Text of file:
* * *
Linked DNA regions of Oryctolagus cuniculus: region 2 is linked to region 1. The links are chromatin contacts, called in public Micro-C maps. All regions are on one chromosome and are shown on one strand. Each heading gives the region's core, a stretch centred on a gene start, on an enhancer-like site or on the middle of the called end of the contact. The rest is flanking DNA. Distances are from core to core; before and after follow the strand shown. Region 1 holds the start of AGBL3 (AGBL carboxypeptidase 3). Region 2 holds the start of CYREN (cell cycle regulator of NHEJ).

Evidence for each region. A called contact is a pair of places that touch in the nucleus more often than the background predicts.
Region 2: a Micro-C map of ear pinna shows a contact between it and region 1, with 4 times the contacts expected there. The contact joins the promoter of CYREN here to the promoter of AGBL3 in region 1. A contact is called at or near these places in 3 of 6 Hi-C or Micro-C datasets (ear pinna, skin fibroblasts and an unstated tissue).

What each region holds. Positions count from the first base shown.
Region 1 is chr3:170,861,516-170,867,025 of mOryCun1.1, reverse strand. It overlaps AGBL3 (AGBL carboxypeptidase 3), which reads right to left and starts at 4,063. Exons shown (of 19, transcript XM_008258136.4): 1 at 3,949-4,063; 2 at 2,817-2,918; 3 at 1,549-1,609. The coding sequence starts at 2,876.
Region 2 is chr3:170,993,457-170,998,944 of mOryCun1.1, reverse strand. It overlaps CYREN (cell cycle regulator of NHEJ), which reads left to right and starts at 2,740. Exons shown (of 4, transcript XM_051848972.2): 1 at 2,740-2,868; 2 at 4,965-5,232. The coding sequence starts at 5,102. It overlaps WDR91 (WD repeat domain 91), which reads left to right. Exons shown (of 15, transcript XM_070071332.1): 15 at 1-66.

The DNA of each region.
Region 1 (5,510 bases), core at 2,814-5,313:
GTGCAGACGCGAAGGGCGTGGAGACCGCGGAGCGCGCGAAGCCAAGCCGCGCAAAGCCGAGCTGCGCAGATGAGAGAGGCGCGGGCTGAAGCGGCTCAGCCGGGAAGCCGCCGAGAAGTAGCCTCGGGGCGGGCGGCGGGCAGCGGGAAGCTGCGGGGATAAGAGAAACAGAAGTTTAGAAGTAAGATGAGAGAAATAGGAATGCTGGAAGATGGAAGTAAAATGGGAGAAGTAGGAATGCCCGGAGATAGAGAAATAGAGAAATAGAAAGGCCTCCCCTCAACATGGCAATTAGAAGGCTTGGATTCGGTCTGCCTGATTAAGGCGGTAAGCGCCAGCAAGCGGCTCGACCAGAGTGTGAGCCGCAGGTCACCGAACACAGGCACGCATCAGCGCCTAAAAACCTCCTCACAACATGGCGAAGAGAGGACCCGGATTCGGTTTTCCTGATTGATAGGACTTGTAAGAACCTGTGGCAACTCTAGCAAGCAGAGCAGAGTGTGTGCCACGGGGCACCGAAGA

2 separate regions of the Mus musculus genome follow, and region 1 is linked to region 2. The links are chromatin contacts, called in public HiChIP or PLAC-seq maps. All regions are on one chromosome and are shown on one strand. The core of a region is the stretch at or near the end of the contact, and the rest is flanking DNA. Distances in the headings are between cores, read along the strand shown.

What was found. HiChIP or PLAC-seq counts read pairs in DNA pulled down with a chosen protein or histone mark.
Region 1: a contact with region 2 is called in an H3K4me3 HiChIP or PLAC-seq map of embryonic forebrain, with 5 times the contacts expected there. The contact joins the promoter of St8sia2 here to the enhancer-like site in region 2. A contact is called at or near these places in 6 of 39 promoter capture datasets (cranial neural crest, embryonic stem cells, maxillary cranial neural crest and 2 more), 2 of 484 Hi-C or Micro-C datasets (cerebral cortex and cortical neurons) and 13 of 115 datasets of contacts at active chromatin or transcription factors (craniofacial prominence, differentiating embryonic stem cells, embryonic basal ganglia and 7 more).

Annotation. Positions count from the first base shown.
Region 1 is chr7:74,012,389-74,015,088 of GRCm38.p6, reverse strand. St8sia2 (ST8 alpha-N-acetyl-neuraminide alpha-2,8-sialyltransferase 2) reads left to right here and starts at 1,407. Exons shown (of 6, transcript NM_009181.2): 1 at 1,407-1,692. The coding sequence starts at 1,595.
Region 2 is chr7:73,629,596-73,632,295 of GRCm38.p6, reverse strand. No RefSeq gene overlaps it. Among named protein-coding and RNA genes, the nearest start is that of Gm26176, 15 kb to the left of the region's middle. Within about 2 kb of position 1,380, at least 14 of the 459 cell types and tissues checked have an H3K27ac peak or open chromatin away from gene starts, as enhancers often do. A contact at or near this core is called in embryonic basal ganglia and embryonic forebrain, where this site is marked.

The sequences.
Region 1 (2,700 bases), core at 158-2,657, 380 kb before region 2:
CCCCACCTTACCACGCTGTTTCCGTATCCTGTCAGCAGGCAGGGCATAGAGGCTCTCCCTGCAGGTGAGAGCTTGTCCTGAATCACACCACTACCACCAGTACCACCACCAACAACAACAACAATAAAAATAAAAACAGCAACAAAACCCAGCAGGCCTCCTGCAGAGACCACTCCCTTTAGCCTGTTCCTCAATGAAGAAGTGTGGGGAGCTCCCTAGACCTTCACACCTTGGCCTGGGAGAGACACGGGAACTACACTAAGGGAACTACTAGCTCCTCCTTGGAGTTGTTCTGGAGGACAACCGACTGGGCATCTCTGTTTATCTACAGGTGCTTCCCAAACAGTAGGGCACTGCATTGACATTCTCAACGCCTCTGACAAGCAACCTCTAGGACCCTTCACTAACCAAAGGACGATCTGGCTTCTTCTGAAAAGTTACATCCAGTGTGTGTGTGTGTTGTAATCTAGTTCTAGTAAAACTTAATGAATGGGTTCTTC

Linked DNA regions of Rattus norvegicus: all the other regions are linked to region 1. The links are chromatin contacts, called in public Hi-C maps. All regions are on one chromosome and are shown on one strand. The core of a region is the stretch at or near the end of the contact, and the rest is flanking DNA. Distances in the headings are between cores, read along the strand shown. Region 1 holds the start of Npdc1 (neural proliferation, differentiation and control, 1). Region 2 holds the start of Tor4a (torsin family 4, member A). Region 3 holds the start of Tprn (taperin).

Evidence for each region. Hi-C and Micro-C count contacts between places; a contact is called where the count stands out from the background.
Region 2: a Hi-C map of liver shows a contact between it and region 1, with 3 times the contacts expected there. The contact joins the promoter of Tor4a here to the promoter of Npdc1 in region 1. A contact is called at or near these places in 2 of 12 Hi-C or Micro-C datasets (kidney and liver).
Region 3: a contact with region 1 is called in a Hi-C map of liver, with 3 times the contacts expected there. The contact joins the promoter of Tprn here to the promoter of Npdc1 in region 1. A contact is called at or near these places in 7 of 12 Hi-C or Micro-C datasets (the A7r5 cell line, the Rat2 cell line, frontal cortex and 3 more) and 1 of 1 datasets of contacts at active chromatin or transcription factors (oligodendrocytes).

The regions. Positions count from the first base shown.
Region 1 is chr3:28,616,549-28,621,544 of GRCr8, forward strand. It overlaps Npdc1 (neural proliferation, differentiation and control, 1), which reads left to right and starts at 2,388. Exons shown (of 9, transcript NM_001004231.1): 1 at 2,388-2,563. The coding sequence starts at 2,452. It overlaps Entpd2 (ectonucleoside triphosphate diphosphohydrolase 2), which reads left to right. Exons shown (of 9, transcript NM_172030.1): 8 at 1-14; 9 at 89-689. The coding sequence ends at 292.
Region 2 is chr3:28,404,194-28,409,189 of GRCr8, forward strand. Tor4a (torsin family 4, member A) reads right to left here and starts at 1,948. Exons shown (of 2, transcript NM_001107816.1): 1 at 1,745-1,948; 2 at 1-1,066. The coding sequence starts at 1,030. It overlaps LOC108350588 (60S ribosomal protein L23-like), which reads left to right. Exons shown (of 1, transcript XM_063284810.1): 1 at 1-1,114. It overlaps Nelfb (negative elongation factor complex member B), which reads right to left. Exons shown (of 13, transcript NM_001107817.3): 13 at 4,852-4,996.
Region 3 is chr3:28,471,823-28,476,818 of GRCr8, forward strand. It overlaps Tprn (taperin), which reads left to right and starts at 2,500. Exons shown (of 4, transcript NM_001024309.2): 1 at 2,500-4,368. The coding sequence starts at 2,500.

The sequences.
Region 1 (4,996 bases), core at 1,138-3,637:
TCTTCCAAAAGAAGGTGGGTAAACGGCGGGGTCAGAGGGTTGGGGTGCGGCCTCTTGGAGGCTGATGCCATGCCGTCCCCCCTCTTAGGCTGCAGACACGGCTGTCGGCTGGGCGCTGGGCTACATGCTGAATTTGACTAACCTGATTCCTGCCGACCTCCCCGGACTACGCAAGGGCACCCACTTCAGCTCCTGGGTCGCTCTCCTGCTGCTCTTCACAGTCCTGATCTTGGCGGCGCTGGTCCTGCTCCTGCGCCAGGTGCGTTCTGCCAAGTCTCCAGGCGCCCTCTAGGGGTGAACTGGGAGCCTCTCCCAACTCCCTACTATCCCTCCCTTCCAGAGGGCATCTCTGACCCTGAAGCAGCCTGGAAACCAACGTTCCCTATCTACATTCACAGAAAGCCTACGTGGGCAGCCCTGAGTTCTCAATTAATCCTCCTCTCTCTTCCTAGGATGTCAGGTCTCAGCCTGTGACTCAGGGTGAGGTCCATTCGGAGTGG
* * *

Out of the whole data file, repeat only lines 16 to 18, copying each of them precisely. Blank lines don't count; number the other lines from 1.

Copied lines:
The sequences.
Region 1 (2,700 bases), core at 158-2,657, 380 kb before region 2:
CCCCACCTTACCACGCTGTTTCCGTATCCTGTCAGCAGGCAGGGCATAGAGGCTCTCCCTGCAGGTGAGAGCTTGTCCTGAATCACACCACTACCACCAGTACCACCACCAACAACAACAACAATAAAAATAAAAACAGCAACAAAACCCAGCAGGCCTCCTGCAGAGACCACTCCCTTTAGCCTGTTCCTCAATGAAGAAGTGTGGGGAGCTCCCTAGACCTTCACACCTTGGCCTGGGAGAGACACGGGAACTACACTAAGGGAACTACTAGCTCCTCCTTGGAGTTGTTCTGGAGGACAACCGACTGGGCATCTCTGTTTATCTACAGGTGCTTCCCAAACAGTAGGGCACTGCATTGACATTCTCAACGCCTCTGACAAGCAACCTCTAGGACCCTTCACTAACCAAAGGACGATCTGGCTTCTTCTGAAAAGTTACATCCAGTGTGTGTGTGTGTTGTAATCTAGTTCTAGTAAAACTTAATGAATGGGTTCTTC